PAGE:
While the Red Sox will be more dependent than usual on the offensive production of Manny Ramirez, what with David Ortiz scheduled to miss a month or perhaps longer, former Boston LF Jim Rice told a Massachusettes luncheon crowd he’s unimpressed with Manny’s glovework. From the Watertown Daily Times’ Daniel Kajdas (link taken from Repoz and Baseball Think Factory)

“I’m tired of people saying, ‘Manny being Manny,'” Rice said. “It’s not like I’d take my 11-year old kid to go out and watch ‘Manny being Manny,’ that’s not baseball. (Sunday) he hit home run 501, but, even though he hit 501 they still almost lost the game. Did you see those two plays he made out in left field? Now, do you want your kid to be ‘Manny being Manny’ missing those balls?”

Rice’s most memorable moment on the diamond wasn’t a home run or a spectacular catch in left field. It was being in the right place at the right time and doing the right thing for a boy in the stands on August 7, 1982 at Fenway Park.

A line-drive off the bat of Red Sox first baseman Dave Stapleton struck 4-year old fan Jonathan Keane in the face during the nationally televised game.

“His dad was just like, shocked,” Rice said. “Everybody just stood there. I was in the dugout, so I came out and picked the kid up and took him to the clubhouse.”

After the game, team doctor Arthur Pappas said that Rice could have saved the boy’s life.

“I got a letter from the kid maybe three years ago,” Rice said. “He graduated from Duke with honors. We have that picture up there in the main lobby of the Red Sox.”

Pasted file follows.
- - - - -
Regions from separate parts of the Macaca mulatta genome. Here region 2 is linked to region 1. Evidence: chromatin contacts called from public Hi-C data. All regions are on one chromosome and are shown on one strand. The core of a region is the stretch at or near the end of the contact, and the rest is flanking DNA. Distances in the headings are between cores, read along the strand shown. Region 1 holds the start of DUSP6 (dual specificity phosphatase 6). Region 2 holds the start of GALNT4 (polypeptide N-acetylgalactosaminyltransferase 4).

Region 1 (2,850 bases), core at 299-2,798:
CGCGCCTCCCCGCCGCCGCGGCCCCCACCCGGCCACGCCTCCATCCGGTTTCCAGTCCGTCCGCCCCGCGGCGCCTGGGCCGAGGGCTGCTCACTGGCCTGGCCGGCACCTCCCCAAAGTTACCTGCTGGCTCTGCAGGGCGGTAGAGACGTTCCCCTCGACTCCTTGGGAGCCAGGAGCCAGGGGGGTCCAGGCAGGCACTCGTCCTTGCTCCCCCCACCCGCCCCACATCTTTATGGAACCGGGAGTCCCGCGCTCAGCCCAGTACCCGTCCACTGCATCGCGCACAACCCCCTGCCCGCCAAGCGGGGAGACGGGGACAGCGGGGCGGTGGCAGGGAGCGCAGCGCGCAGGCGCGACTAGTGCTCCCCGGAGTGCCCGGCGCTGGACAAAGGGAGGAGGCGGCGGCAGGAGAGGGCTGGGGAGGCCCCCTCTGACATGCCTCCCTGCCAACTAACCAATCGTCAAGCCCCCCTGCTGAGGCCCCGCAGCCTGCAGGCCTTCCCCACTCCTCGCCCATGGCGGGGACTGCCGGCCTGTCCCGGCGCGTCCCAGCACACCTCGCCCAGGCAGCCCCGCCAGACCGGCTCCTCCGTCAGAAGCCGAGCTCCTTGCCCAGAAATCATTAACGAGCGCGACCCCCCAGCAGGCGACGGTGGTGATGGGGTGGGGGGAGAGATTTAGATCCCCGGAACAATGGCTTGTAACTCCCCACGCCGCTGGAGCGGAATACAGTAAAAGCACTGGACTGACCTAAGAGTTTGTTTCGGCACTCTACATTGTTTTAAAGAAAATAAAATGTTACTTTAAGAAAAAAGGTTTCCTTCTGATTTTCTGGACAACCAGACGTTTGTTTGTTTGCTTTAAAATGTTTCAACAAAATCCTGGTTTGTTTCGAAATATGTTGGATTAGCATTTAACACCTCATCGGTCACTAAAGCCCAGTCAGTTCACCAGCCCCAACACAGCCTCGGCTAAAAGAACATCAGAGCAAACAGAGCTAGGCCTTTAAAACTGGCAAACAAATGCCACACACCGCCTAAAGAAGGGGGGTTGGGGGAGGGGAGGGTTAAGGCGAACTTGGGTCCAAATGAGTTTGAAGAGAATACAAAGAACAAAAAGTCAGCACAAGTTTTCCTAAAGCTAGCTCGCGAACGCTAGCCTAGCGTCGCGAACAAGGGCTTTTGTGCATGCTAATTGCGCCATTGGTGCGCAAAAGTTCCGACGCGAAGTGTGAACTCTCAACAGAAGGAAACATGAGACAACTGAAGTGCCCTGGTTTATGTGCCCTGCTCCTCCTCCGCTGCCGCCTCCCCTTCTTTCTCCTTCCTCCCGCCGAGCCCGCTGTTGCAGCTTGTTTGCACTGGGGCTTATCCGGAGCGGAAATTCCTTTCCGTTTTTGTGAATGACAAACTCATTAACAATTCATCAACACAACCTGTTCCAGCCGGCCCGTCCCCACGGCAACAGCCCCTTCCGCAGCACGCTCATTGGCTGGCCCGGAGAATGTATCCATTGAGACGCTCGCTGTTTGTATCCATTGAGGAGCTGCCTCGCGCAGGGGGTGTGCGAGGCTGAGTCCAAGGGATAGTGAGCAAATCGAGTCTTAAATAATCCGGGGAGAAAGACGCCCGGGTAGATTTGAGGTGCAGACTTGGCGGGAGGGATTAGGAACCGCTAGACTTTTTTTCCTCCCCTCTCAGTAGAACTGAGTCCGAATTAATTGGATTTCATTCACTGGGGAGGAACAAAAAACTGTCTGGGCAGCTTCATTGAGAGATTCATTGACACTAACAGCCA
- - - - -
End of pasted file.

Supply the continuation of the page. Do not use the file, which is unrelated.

While Steve Keene prepares to stay up late watching the Mets via the auspices of his favorite beverage (“It™s either a Manhattan Special or a trip to Tatum O™Neals house to keep me up this week”), It’s Mets For Me is somewhat less than overcome with anticipation over the return of Pedro Martinez.

So we have to look forward to tonight’s Zito-Pedro battle, where some $179 million of waste, give or take $13 mil. Let’s be honest, at $53/4 years is too much to pay a clubhouse jester, even a very good one.

The $53 million bought Omar Minaya some badly needed credibility, too. Do the Mets add Carlos Beltran to the mix or successfully launch SNY without the benefit of Pedro’s star power? Perhaps not, but purely on baseball merit, the point is well taken. Martinez hasn’t been at anything approaching full strength since the autumn of 2006, and there’s every chance he’ll not make a serious contribution between the lines again.